Defined benefit plan: what is it, and how does it work?
A defined benefit plan, or pension plan, promises a fixed monthly benefit at retirement.
What is a pension?
A defined benefit plan provides you with a set amount of money each month. Your employer largely funds this, with how much you receive depending on several factors.
More often than not, this type of plan comes in the form of a benefit amount calculated through a plan formula that considers factors such as retirement age, length of service, and pre-retirement earnings.
This is commonly known as a traditional pension plan. The U.S. Department of Labor provides the following example: one percent of your average salary for the last five years of employment for every year of service with an employer.
The number of defined benefit plans or pensions has fallen dramatically in recent years. According to the Bureau of Labor Statistics, from 1980 through 2008, participants in pension plans fell from 38 percent to 20 percent of the US workforce.
Defined contribution plans – such as 401(k)s – became more popular during this time.
According to PWC, the US market is more dependent than ever on defined contribution (DC) plans. Over 60 percent of US retirement assets are now in such plans, representing a widescale shift in investment risk from the corporate sector toward employees.
How do defined benefit plans work?
Retirees can receive payments through:
A single-life annuity – a fixed monthly benefit until death.
A qualified joint and survivor annuity – a fixed monthly benefit until death, which also allows the surviving spouse to continue receiving benefits afterwards.
A lump-sum payment – the entire value of the plan is paid in a single payment.
Another common DC plan is a cash balance plan.Here the promised benefit is defined in a fixed, stated account balance. How does that work?
Typically, each year the employee’s account is credited with a “pay credit” or “company contribution credit” and an “interest credit.”The former is a fixed rate of compensation from their employer, while the latter is a fixed or variable rate.
The investment credits are promised, meaning increases or decreases in the value of the investment do not impact on the amount agreed with the employee.
As with a cash balance plan, most traditional defined benefit plan benefits are protected, within certain limitations, by federal insurance provided through the Pension Benefit Guaranty Corporation (PBGC).
How do you access your defined benefit pension?
For those who still have a pension plan, how do you access them?
To qualify for benefits, you must be vested in a pension plan. Once you are vested in a retirement plan, you are eligible for benefits at retirement age, regardless of when you left the job.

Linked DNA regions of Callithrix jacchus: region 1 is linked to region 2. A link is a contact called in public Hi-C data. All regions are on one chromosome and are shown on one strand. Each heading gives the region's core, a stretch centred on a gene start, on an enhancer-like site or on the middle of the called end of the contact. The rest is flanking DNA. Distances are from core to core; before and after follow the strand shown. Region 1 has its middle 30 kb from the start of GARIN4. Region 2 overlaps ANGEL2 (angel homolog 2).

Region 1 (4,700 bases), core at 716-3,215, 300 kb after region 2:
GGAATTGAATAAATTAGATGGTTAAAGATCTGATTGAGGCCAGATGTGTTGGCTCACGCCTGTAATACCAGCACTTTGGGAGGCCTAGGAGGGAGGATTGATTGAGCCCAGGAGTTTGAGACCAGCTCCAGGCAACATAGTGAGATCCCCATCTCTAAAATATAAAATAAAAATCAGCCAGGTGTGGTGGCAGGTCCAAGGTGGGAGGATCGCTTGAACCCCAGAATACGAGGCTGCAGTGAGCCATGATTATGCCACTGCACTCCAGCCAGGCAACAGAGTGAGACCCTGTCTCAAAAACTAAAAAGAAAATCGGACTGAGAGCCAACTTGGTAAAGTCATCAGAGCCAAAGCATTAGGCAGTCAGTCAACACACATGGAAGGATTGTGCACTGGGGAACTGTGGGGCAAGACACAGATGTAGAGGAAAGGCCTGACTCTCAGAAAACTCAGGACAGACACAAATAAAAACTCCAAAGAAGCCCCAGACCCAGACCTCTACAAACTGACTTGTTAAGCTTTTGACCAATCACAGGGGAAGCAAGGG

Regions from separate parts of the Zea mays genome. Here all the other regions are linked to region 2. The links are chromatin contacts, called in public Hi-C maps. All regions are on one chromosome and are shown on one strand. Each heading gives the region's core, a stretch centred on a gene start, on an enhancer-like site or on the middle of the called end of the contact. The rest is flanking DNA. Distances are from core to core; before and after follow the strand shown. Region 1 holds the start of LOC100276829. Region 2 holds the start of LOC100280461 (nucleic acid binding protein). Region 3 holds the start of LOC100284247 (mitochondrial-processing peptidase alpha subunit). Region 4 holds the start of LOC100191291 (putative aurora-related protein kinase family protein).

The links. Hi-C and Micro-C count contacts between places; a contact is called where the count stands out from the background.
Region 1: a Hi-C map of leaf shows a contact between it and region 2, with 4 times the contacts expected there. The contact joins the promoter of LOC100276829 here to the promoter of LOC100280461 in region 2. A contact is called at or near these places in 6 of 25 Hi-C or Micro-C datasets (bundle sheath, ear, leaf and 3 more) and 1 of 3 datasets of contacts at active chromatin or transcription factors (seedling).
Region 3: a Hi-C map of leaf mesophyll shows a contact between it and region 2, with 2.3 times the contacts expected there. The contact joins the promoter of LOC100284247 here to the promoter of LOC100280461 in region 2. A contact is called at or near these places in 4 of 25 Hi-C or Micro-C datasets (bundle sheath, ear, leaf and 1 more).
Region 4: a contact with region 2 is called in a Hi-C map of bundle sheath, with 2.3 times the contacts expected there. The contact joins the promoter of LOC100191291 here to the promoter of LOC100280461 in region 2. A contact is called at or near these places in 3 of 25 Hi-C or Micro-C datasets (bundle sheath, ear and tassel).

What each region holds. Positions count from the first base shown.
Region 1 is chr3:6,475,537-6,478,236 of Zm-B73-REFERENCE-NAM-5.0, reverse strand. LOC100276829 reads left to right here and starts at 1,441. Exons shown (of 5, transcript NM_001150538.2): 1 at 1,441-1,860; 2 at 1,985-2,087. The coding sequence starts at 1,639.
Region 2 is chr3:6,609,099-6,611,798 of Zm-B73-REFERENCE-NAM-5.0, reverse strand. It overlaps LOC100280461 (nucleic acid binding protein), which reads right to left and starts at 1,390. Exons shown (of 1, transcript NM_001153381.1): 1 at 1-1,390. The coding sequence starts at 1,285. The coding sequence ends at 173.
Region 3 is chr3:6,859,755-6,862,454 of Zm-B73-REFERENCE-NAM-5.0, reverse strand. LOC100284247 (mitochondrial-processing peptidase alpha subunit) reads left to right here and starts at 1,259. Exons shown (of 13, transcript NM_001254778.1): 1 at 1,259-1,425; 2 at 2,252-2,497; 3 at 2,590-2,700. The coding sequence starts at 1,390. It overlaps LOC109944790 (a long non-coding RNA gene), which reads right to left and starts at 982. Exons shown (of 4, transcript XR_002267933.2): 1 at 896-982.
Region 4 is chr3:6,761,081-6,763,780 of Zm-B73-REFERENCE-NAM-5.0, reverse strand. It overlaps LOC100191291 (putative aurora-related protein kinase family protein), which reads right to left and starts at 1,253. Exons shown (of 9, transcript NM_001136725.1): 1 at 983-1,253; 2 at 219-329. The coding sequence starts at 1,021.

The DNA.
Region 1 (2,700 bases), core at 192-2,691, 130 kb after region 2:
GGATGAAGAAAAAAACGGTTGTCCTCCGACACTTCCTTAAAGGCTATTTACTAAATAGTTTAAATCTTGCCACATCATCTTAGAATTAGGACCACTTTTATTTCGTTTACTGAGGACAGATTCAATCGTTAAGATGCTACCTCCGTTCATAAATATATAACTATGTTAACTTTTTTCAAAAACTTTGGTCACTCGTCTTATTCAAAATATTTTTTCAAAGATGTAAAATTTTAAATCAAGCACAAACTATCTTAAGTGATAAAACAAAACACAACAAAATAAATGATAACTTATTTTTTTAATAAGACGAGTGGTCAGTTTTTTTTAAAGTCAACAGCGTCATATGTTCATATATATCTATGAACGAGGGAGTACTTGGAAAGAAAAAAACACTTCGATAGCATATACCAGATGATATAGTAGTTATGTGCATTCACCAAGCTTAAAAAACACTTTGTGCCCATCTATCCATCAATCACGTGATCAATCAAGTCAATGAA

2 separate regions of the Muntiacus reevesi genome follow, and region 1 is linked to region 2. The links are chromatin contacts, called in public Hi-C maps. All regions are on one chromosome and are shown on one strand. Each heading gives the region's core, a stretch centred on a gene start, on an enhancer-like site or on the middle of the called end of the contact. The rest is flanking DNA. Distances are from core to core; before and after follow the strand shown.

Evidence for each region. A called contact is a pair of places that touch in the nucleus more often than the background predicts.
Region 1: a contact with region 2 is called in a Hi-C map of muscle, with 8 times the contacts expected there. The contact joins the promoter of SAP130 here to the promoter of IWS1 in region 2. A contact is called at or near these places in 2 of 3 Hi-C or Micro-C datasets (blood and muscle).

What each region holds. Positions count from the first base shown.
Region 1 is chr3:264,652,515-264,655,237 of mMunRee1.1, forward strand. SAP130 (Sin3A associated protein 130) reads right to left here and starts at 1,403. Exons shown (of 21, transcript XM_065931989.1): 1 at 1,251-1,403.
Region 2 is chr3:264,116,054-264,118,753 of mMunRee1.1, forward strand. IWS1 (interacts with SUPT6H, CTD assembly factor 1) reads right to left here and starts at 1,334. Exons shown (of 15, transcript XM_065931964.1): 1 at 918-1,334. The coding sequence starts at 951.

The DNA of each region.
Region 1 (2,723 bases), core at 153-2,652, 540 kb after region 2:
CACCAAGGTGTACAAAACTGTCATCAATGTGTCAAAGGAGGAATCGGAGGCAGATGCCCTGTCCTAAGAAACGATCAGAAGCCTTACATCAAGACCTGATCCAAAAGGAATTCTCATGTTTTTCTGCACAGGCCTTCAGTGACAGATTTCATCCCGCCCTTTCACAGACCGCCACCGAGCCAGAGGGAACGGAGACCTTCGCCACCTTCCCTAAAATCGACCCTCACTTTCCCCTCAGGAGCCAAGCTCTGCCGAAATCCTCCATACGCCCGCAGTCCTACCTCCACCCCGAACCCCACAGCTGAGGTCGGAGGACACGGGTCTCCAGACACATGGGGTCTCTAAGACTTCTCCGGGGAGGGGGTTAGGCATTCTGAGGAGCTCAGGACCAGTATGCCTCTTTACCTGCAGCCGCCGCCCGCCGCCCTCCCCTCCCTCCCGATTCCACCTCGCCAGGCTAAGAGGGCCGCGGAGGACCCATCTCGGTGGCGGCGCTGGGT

Your plan will outline the vesting rules, but you must ensure you’ve met the requirements to be eligible for payments.
Defined benefit plans vest in different ways. Some plans vest immediately – meaning you own all of the money in your plan – while others vest over a period of time.
Once eligible, you can contact your previous employer or plan administrator, who will provide details on how to access your money.
If you believe you have a defined benefit plan somewhere, you’ll need to do some digging to find it.
This can involve contacting former employers and plan administrators, rolling over old plans into new accounts, contacting financial or insurance companies if your plan has been turned over to them, and even searching via the Pension Benefit Guaranty Corporation.
This federal agency insures private-sector traditional pension plans and pays out benefits up to certain limits if the plan fails.
How much tax will you pay on your defined benefit pension?
How much tax you pay in retirement depends on a few factors, including:
Retirement income sources
Total annual income
You must pay income tax on your pension and withdrawals from any tax-deferred investments in the year you take the money. Most retirement income can be subject to this, including pension payments.
This means the money your employer contributed, you contributed, and money you’ve gained through investments are subject to tax when you make a withdrawal.
One way around this is to roll over your money. If you choose to receive a lump sum distribution, the entire payment is taxed unless it is rolled over. When you do this, the amount is not taxed until it is distributed from your IRA.
If you need help managing your pension plan, seeking expert advice is important. A good place to start is Unbiased. Here you can get matched with an independent SEC-regulated financial advisor who can ensure you’re getting the most out of your current plan and are on course to achieving your retirement goals.
Senior Content Writer
Rachel is a Senior Content Writer at Unbiased. She has nearly a decade of experience writing and producing content across a range of different sectors.